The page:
Legislator Chesbro receives honors for completing County Government Institute

ALBANY - Oswego County Legislator Mary Ellen Chesbro was honored this week by the New York State Association of Counties (NYSAC) for graduating from the association’s County Government Institute (CGI).

The educational program is offered to county leaders in partnership with Cornell University. Graduates earn a certification that demonstrates their dedication to good government and to upholding CGI’s high standards of county leadership, accountability and integrity

“CGI is the blueprint for county elected officials. The information is presented in a way that regardless of your county’s size or regional issues, you will have a better understanding of the ‘why’ and ‘how’ behind budgets, reforms and mandates”, said Chesbro. “The institute provides an unparalleled opportunity to share ideas with other elected officials facing the same issue. Educating yourself is worthwhile and communicating with your peers is priceless.”

Chesbro was one of four county officials from across the state to be recognized at the ceremony held on Tuesday, Jan. 28, at the NYSAC Legislative Conference in Albany.

Legislator Chesbro has represented the 10th District on the Oswego County Board for the towns of Volney and Schroeppel for the past two years. In December, Chesbro retired from the NYS County Fair after 22 years, including 15 years of serving as the agriculture manager. She previously taught middle school science at Cato-Meridian School, and continues to help run her family beef and hay farm with her husband.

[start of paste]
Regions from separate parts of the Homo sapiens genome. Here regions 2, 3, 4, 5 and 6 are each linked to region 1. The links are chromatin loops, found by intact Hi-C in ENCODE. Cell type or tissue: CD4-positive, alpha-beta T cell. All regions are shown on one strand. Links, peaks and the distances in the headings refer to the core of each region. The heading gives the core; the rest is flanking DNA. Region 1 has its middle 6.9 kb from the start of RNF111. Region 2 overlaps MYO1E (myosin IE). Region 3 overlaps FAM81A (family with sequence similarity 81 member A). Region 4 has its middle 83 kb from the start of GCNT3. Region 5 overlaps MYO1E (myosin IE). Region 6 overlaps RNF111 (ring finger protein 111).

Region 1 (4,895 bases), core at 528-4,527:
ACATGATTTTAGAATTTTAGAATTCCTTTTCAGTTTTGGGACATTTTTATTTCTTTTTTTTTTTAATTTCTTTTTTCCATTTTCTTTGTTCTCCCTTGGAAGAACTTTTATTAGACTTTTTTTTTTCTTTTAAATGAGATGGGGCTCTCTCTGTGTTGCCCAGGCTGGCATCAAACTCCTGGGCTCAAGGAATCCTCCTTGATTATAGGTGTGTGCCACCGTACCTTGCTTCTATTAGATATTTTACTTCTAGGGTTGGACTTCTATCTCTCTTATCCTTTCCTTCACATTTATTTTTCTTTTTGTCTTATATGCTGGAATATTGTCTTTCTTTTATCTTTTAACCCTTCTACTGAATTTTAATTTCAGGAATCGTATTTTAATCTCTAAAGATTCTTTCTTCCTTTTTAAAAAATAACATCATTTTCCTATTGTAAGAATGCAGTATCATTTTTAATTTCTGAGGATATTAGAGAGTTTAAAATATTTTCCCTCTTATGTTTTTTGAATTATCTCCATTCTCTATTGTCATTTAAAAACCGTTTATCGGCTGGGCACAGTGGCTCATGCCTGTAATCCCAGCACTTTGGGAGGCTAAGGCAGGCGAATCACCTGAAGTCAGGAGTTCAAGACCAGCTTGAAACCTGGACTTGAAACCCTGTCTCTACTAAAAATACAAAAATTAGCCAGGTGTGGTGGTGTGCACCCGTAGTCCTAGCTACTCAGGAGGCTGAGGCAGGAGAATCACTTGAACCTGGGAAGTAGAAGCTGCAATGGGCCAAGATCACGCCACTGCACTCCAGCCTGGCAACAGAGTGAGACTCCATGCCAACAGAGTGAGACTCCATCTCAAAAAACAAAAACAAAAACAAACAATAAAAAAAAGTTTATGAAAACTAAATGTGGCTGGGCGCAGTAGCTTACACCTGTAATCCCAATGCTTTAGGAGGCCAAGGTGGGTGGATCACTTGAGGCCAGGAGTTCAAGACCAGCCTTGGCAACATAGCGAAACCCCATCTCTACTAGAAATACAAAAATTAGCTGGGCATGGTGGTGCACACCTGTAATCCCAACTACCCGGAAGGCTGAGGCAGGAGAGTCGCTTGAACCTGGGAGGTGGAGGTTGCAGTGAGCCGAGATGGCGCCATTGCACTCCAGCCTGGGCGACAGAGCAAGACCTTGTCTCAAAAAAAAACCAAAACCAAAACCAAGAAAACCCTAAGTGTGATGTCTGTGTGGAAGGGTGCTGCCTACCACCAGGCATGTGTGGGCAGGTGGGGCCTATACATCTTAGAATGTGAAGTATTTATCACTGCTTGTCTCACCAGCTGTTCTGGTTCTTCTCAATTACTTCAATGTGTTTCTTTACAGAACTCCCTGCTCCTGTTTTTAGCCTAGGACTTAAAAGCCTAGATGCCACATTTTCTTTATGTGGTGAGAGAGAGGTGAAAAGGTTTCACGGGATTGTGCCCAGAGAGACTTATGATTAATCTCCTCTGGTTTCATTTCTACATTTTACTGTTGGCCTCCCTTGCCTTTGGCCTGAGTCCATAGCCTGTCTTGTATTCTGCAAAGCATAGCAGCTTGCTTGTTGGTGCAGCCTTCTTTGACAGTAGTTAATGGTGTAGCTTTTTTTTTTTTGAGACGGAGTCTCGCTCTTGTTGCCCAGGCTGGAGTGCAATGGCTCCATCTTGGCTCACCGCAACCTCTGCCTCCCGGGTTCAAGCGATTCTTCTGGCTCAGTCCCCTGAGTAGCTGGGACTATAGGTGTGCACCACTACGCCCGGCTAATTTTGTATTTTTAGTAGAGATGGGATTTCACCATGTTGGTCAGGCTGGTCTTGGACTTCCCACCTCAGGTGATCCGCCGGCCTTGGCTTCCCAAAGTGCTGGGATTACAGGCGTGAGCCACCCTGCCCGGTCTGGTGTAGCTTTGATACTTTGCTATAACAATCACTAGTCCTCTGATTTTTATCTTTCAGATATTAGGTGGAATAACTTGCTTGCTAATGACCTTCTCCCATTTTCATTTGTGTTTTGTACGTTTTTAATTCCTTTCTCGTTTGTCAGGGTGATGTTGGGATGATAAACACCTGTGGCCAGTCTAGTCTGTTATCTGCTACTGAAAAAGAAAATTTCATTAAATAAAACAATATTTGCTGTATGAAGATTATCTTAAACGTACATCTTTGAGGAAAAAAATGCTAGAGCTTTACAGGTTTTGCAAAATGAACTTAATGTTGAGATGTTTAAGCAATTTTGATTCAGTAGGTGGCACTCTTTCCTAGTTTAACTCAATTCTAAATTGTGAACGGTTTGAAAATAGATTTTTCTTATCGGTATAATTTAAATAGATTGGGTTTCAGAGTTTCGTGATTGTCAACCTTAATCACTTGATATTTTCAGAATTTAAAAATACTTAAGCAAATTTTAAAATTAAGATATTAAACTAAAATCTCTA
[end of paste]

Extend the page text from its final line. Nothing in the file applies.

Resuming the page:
During the past two years, Chesbro has served on Oswego County’s Health Committee, Public Safety Committee and as Co-Chair of the Economic, Planning and Tourism Committee. She is also on the CNY Regional Market Advisory Board representing the county.

“The County Government Institute’s comprehensive curriculum prepares county officials with the skills and knowledge necessary to meet the intense demands of local government today,” said NYSAC Executive Director Stephen J. Acquario.

Instructors include NYSAC staff, county leaders, and Cornell faculty members who are experts in local government structure and issues. The curriculum includes extensive course work on government ethics, building consensus in a political environment, principles of county budget and finance, and public sector labor/management relations.

“The CGI program prepares rising and experienced county leaders for the challenges counties face, and equips them to engage in informed, constructive, and civil dialogue,” said NYSAC President, John F. Marren.

Courses are offered at all NYSAC conferences, and regionally throughout the year, to enable county leaders to stay up-to-date on timely issues and opportunities in local government.

Johnson Newspapers 7.1

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